You are more likely to be successful if you do not restrict yourself to one agency. Moreover, agents get hired from other agencies regularly. If you have proven yourself in another agency (particularly federal), you will have an advantage for FBI hiring. Being a police officer may be helpful, depending on personal performance, assignments, and agency reputation.

I recommend that people major in psych and minor in CJ (even though I majored in CJ for a BS and PhD, with a Masters in management [sponsored by and on government time]). The academic specialization for a graduate degree is not necessarily important.

In my experience, hiring decisions are made based on college GPA (above 3.5 is a plus), written examinations, physical fitness (possibly physical test results), work experience, possibly a polygraph, ability to communicate orally and in writing, foreign language ability, and graduate/law degrees. There are always more applicants than there are positions.

There are numerous special agent positions, apply at as many places as possible, and accept the first offer. Then, if that’s not where you want to be, keep applying to the agency you want. I worked with an FBI S/A who had previously been a Border Patrol agent, performance on the job is what distinguishes one applicant from another. The FBI investigates violations of all federal laws, DEA investigates drug offenses and related money laundering (choose for yourself whether one is better than the other). Both have agents working undercover, as do other federal criminal investigation agencies. Generally, pay levels are the same for all federal criminal investigators, except that the FBI hires at a higher starting grade.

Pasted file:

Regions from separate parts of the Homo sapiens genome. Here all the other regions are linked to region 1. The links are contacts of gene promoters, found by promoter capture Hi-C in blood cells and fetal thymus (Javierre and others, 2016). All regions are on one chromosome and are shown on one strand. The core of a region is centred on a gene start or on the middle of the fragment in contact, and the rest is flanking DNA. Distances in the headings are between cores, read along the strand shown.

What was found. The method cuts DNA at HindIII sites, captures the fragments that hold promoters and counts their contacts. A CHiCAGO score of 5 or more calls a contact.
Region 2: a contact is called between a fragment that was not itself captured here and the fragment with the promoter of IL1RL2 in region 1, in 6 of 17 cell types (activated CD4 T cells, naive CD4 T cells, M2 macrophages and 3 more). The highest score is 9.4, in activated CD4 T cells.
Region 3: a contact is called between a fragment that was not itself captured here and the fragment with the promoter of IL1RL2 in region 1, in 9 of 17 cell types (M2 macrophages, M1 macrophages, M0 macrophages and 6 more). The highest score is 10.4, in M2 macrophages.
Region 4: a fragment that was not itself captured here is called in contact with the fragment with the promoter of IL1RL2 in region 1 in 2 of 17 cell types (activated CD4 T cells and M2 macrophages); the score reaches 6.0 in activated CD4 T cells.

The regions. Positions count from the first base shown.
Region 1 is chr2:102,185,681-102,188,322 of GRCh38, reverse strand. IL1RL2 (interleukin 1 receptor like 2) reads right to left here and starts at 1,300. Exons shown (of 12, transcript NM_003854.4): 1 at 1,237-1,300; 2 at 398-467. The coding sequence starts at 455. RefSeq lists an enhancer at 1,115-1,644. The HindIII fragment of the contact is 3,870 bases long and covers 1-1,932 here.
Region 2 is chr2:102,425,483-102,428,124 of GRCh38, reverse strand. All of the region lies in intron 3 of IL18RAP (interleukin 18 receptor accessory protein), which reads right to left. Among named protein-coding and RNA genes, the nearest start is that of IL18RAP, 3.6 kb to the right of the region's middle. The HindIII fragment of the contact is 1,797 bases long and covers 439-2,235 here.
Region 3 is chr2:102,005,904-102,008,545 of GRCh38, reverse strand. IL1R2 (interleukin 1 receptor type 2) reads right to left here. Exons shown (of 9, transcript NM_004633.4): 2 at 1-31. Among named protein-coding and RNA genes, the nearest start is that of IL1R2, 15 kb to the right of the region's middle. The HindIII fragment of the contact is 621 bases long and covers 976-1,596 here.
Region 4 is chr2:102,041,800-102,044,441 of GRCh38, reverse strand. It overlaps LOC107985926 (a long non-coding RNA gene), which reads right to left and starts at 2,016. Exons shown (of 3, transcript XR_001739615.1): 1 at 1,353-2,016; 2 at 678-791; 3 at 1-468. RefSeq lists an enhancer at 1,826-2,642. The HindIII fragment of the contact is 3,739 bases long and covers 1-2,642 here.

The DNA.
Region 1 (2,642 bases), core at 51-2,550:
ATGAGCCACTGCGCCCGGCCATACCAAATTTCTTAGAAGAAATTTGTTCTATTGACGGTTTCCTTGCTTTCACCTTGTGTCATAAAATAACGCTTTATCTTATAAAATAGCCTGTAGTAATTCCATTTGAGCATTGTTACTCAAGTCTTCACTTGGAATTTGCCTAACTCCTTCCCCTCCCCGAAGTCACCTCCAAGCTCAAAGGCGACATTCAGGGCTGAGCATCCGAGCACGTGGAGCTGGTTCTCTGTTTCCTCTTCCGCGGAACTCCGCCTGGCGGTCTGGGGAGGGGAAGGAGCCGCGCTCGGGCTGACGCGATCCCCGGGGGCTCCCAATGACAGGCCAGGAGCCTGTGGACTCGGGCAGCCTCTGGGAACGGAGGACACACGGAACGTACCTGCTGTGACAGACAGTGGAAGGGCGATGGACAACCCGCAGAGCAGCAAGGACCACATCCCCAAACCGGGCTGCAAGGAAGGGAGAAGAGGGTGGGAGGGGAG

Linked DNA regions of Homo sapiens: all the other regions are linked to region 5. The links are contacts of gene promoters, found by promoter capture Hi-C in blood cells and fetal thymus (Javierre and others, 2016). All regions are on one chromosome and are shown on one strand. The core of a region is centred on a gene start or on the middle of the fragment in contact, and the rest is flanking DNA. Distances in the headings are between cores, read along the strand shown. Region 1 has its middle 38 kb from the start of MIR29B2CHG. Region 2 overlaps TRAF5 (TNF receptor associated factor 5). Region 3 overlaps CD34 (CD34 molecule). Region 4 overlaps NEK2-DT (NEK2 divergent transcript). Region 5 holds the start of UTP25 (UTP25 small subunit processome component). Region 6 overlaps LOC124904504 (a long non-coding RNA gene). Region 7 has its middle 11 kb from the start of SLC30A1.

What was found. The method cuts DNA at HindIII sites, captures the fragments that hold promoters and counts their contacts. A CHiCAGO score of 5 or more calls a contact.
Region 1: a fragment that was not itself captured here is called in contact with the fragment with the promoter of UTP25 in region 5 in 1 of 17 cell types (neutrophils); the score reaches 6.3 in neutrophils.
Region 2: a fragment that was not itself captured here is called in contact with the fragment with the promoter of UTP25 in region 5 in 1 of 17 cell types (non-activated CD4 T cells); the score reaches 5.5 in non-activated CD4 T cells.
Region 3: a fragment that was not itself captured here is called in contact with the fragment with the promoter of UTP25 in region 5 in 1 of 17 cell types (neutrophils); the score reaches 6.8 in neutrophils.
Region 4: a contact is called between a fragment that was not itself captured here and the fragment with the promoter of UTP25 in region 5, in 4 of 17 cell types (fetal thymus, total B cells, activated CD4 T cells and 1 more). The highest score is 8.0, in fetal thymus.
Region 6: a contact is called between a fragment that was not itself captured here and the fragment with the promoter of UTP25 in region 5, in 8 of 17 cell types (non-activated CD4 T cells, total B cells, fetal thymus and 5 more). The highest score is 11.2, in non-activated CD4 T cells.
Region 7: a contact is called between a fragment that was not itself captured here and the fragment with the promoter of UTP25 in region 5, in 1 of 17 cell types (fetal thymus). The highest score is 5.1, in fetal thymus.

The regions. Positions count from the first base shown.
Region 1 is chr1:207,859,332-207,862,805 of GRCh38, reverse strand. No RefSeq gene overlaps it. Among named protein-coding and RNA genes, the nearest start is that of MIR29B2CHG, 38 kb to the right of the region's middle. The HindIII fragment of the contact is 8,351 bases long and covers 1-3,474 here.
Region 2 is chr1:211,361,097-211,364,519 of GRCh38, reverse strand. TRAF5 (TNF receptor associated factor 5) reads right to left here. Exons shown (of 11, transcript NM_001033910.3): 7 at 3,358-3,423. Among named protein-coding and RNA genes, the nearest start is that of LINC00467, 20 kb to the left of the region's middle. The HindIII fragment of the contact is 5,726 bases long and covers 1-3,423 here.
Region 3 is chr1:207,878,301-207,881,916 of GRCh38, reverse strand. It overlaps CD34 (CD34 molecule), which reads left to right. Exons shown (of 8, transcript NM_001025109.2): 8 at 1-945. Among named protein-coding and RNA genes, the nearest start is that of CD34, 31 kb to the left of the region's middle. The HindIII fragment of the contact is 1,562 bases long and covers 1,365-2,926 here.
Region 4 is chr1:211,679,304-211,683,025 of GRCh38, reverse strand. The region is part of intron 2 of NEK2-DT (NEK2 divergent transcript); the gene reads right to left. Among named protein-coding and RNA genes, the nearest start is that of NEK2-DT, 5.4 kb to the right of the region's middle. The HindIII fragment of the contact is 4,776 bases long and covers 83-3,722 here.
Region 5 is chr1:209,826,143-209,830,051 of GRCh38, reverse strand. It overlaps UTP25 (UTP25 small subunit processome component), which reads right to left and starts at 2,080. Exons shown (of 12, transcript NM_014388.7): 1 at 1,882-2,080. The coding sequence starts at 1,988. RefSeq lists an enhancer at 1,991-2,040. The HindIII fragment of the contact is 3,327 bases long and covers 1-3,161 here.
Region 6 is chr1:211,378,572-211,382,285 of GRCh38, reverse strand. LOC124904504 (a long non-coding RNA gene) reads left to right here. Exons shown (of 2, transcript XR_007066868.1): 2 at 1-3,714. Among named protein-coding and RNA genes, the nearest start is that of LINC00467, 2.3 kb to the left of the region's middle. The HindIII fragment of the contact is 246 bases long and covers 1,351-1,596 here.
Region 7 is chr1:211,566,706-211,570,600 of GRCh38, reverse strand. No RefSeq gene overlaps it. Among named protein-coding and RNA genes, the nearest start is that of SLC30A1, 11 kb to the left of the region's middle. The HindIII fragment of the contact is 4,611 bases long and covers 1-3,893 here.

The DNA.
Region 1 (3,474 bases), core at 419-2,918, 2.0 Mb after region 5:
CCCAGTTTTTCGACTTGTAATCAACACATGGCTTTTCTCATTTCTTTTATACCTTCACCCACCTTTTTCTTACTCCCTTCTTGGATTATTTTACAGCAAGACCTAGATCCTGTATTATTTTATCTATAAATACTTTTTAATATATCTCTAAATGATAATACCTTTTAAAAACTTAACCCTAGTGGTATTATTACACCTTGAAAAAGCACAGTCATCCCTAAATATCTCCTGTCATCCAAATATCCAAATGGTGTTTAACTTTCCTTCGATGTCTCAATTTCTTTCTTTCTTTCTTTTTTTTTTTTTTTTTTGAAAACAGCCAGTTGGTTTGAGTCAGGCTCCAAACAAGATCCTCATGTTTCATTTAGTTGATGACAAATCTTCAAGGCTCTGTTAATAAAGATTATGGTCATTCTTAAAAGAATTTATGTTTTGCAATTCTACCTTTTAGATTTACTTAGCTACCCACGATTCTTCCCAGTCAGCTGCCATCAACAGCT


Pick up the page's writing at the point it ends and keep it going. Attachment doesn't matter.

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  #15 ()
waterfilter : Its not worth spending money on a lawyer but it is worth giving it a try myself if its possible.
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  #16 ()
eldemowerrorm : Well, that doesn't make a lot of sense. You wouldn't sue an employee. Sure, one person in the company may have done the firing, but they were working on behalf of the company. You'd sue the employer, not an employee.

In any event, sure, it's possible. But your odds of winning go down substantially. And understand that an employer can terminate you for almost any reason.

If you were fired for an illegal reason -- such as the color of your skin or your religion -- and you can prove that, you'll have no problems getting a lawyer to help you on a contingency basis.

I mention this because when people post here about wrongful termination, in almost every single time it's not an illegal termination, just an unfair one. And you can only win if it was illegal.
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  #17 ()
Dowlfooliog : It's possible, not your chances of winning are greatly dimin8shed. if you choose to handle this case alone you're going to need documentation proving this was descrimination, at least 2 other testimobies to this unfair practice and a lot of paper work from the courts that could take you hours to collect. and if you're trying to find another job in the mean time, it could be more trouble than it's worth.
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  #18 ()
Ishigedjei : With no real knowledge of labor law, it's a waste of time
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  #19 ()
Sleedeetmesee : You should be able to, yes. If they are not on the lease you hold no obligation to them and could have them removed. No eviction necessary - they are not the tenants, they are trespassing squatters, transients.
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  #20 ()
FemalePink : They are not legal tenants, but squatters, so it may be that the police can legally eject them without legal eviction. You might want to confer with a local attorney conversant in these matters before acting.